John Taylor Gatto Fact Check #7 Part I: Eugenicist Wins Nobel Prize Only One Short Year After the Holocaust Ends

A Mutant Fruit Fly

While reading pages 2 and 3 of John Taylor Gatto’s Weapons of Mass Instruction I found myself searching Google (and even Bing) to answer the following questions:

Question #1:  Did an Eastern European scientist named Max Muller win a Nobel Prize for scheming to use X-rays to override normal genetic laws?

Question #2:  Did the mad scientist’s Geneticists’ Manifesto (that called for state action to separate worthwhile breeding stock from the great mass of evolutionary dead end material) garner signatures of support from leading American and British biologists?

Book Mentions for Source Check: Pages 2 & 3

Question #1 Research Results:

Unverified: The “Max” Muller that Gatto refers to appears to be Hermann Joseph Muller.  My cursory Google/Bing search did not turn up any sources in which Hermann Joseph was referred to as Max.  Considering that Max Mason was named in the sentence that preceded Mr. Muller’s appearance in Gatto’s text, I suspect that a mistake may have slipped past the editor.

Unverified:  Hermann Joseph Muller was reportedly born in New York City.  Wikipedia claims that he was a third-generation American.  However, Muller did move to the USSR during the mid 1930s to conduct eugenics research.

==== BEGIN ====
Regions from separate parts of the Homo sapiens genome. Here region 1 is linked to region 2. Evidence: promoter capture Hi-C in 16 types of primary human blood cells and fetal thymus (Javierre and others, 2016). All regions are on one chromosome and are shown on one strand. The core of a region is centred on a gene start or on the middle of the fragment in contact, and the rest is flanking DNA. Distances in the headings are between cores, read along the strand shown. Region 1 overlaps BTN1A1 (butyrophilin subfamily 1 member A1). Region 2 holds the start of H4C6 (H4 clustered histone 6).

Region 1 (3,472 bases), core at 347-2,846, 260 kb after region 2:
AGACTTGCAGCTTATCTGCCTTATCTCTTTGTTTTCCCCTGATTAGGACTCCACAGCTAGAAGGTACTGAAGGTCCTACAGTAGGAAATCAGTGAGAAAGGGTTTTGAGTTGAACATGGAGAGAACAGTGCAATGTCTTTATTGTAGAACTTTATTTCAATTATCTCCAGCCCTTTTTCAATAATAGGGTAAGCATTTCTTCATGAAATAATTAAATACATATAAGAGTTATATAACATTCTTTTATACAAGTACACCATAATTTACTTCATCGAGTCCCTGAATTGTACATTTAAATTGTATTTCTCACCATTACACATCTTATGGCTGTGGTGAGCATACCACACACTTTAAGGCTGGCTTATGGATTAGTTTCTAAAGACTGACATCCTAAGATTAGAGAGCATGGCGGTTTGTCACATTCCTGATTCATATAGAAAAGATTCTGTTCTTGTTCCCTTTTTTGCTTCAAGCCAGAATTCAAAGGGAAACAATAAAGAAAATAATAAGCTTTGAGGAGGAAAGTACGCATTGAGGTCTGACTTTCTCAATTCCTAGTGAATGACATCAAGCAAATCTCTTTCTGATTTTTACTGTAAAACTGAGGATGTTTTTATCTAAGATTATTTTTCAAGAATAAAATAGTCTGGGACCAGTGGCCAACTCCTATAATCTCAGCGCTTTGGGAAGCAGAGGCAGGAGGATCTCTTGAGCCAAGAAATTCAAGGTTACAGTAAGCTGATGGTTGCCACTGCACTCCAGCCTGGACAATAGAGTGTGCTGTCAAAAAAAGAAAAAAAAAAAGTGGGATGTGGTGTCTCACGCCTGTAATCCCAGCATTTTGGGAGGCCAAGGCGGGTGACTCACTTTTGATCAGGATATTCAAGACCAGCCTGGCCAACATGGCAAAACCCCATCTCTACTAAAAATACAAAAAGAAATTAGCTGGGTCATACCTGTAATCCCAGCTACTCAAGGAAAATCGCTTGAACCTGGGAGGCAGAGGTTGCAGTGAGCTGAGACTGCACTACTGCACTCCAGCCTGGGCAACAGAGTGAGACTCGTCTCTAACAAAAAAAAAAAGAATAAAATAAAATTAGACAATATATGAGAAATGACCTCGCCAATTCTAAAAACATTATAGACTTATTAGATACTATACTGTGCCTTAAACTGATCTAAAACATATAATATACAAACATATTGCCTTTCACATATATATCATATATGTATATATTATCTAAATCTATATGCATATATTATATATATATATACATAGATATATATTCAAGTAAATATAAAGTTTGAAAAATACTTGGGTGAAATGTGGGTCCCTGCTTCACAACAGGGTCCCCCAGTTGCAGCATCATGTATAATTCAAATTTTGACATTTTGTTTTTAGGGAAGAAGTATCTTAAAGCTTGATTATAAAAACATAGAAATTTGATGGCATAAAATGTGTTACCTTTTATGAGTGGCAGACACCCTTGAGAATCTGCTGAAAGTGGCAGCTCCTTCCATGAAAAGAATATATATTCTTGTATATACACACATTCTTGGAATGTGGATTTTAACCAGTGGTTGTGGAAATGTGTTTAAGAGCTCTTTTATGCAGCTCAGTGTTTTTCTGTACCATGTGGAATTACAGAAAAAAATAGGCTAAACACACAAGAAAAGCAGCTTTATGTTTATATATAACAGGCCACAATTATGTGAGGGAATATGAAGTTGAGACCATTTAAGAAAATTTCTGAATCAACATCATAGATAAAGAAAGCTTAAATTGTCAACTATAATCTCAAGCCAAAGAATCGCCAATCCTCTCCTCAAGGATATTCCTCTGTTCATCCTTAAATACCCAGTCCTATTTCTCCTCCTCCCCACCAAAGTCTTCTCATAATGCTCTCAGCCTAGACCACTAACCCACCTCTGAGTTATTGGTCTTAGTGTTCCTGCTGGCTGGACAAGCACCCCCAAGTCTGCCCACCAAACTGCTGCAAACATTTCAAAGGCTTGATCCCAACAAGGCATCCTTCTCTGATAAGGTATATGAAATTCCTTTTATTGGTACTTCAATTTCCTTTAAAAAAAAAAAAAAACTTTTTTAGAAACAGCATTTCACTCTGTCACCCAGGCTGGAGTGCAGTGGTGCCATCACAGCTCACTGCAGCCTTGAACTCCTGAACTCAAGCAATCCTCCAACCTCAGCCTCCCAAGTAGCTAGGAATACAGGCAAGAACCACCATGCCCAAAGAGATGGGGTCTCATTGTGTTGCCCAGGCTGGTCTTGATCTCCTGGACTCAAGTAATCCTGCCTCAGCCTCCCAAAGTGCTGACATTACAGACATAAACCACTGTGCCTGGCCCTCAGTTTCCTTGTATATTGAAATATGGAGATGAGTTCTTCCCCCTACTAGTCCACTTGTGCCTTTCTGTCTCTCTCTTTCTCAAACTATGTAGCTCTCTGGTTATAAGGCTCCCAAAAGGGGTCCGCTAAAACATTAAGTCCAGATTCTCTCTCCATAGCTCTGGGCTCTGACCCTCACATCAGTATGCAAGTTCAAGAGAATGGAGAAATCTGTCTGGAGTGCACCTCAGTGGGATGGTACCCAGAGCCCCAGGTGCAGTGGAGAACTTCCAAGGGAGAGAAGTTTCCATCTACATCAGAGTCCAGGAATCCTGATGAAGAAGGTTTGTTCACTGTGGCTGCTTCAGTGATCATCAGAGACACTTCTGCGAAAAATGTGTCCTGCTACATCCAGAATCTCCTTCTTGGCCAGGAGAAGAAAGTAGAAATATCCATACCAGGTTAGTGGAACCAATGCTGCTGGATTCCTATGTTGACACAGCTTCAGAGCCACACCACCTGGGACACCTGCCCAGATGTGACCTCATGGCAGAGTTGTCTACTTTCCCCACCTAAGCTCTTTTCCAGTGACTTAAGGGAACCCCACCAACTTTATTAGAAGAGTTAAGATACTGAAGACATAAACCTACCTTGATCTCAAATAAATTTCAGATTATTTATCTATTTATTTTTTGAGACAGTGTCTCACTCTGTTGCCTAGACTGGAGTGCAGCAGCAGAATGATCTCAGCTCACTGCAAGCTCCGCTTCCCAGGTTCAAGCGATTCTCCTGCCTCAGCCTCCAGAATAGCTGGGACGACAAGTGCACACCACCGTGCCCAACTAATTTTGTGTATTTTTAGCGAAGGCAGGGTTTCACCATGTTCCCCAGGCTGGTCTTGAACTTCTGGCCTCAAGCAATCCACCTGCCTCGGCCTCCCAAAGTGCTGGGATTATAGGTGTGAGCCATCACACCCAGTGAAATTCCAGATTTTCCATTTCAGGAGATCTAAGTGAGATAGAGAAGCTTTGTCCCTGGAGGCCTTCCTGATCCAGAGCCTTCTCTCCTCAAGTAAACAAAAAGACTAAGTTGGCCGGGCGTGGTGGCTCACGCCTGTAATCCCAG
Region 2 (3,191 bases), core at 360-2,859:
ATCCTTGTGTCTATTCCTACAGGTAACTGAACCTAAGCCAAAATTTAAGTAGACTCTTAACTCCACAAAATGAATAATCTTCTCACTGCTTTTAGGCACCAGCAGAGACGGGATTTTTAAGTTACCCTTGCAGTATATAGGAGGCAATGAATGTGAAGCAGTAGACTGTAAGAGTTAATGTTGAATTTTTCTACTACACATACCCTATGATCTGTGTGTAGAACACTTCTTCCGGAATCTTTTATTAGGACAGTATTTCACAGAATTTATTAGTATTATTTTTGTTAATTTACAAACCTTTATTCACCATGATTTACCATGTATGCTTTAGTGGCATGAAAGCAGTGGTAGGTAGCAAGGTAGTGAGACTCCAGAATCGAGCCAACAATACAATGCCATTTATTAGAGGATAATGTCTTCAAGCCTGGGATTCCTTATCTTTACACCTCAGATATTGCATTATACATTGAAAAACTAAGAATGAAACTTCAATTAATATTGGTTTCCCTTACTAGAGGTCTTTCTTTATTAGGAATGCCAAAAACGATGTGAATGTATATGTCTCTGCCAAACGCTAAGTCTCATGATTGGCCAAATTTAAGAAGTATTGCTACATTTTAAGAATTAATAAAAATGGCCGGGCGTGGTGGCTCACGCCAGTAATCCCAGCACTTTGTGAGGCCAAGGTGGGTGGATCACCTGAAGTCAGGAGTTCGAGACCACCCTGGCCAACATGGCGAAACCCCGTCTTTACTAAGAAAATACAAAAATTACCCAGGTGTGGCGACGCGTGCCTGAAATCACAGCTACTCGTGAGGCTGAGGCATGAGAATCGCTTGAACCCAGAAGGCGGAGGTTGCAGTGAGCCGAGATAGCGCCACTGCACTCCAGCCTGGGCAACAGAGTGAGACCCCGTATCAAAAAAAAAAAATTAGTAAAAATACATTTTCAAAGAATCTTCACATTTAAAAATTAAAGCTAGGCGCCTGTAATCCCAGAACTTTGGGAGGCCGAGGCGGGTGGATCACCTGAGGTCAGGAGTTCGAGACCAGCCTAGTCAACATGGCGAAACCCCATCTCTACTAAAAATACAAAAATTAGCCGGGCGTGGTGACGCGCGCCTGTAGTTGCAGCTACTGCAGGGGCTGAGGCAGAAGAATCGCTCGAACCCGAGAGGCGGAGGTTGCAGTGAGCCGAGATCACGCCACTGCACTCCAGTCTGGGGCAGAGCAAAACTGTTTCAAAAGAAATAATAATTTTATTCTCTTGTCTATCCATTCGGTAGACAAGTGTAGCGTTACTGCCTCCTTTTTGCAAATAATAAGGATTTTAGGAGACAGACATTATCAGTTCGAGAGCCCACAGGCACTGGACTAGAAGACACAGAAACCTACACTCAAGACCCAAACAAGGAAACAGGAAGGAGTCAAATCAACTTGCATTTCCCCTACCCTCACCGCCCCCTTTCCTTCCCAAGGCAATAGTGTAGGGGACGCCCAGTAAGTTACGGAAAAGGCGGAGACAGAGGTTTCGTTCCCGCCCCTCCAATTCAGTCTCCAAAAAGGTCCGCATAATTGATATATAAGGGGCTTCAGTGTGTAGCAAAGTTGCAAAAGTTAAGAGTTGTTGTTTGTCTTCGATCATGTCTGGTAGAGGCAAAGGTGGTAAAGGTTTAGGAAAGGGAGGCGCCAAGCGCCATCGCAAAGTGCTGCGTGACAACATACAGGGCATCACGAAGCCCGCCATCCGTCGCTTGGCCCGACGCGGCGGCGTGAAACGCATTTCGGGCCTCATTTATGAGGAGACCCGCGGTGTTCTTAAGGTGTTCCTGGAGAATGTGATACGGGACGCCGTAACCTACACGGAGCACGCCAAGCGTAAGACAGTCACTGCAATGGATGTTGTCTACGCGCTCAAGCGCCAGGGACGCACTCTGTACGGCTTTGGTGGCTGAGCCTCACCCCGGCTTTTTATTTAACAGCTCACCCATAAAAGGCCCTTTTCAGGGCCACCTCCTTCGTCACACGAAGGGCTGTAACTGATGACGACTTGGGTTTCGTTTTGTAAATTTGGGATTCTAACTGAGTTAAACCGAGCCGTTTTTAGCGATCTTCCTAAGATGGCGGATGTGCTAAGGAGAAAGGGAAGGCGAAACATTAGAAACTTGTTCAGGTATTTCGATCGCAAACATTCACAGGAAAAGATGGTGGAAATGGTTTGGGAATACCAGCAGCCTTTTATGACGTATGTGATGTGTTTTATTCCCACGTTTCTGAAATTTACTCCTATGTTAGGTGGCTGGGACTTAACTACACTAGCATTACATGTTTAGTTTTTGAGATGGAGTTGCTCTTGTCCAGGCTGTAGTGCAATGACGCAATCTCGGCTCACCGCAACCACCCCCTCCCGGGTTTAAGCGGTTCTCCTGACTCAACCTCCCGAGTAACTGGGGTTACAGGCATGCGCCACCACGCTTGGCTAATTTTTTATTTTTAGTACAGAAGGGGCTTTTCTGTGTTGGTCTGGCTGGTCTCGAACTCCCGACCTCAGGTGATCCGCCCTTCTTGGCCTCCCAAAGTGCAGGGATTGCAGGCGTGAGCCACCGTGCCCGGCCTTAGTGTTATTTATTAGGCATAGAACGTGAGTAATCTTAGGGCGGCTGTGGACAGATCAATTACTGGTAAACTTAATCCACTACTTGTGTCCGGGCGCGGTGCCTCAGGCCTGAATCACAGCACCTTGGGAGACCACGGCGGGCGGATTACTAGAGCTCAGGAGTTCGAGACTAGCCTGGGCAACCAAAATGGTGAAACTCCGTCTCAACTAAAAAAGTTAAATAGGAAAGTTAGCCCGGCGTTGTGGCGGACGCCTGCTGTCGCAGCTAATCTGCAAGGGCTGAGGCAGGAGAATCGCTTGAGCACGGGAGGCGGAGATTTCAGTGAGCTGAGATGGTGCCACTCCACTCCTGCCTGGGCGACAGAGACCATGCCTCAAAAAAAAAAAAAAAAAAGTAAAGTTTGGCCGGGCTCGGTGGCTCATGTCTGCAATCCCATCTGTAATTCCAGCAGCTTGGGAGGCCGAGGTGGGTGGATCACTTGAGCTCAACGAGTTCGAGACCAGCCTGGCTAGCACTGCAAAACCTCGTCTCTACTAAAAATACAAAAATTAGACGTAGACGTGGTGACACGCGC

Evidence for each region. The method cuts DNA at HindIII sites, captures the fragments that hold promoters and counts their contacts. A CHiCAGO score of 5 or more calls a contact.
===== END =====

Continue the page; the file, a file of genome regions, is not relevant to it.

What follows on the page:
Verified:  Hermann, a famed eugenicist, was awarded a Nobel Prize in 1946. The Genome News Network’s biographical sketch of Muller offers the following sanitized details:

X rays had been used in clinical medicine and for experimental purposes in physics since their discovery in 1895. But their value to genetics research only became apparent when Hermann Muller, an American geneticist, employed radioactivity to produce point mutations in the fruit fly Drosophila. (from Paragraph 1)

An outspoken, sometimes controversial scientist, Muller hoped that evolutionary principles could be used to improve humanity… He also supported “positive” eugenics through the use of reproductive technologies such as sperm banks and artificial insemination, but wrote that, “Any attempt to accomplish genetic improvement through dictation must be debasing and self-defeating.” (from Paragraph 7)

The  Encyclopædia Britannica adds slightly more detail:

…he made a controversial suggestion that the sperm of gifted men be frozen and preserved as part of a purposeful program of eugenics for future generations.

I’ve Got a Funny Feeling: The fact that both texts mention a controversy surrounding Muller’s views on eugenics seems odd since both sources fail to provide meaningful clarifying details relating to this controversy.  Was the mere suggestion that the future of mankind could benefit from the ethically sourced genetic material of gifted men the greatest of Muller’s alleged sins?

Question #2’s Research Results will be revealed in Part II of this blog entry.